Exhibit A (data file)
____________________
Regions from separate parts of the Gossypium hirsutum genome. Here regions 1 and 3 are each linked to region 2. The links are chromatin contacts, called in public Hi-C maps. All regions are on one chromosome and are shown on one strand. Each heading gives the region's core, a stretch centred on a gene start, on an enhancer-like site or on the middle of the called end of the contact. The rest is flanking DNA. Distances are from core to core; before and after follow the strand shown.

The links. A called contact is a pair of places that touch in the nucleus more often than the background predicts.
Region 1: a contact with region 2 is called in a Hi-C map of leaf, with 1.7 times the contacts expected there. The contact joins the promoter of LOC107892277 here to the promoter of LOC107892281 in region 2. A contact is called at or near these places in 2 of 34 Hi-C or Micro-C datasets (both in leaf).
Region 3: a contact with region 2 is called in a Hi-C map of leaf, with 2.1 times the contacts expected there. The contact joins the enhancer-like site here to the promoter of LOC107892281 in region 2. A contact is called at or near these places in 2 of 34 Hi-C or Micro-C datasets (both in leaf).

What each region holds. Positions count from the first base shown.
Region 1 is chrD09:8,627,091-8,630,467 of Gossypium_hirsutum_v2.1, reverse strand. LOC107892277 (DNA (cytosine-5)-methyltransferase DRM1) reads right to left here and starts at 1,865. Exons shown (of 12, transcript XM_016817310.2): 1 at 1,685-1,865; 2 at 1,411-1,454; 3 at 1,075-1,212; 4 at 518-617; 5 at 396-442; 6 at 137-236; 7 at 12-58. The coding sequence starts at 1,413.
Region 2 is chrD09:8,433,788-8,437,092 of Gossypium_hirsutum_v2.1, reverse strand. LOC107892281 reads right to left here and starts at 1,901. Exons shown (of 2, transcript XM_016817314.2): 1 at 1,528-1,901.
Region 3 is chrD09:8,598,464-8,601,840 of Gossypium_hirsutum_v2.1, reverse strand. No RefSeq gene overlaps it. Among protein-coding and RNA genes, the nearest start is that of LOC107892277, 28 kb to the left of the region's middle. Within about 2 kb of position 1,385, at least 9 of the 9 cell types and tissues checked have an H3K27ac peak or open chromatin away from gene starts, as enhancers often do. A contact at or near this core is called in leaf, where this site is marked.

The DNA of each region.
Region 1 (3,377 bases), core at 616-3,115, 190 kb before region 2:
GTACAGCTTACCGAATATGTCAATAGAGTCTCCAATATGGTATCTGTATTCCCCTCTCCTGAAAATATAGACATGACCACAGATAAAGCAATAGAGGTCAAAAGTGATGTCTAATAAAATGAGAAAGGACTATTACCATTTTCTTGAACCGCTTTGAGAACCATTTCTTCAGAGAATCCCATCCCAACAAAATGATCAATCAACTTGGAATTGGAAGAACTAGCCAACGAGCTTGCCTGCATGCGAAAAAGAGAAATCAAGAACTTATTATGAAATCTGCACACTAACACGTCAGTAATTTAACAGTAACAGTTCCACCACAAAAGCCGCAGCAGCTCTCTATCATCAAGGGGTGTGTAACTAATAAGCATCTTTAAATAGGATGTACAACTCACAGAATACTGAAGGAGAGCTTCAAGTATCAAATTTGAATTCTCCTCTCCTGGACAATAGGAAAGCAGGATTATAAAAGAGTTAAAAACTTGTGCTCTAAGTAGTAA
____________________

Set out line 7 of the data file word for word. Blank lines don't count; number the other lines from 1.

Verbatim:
Region 2 is chrD09:8,433,788-8,437,092 of Gossypium_hirsutum_v2.1, reverse strand. LOC107892281 reads right to left here and starts at 1,901. Exons shown (of 2, transcript XM_016817314.2): 1 at 1,528-1,901.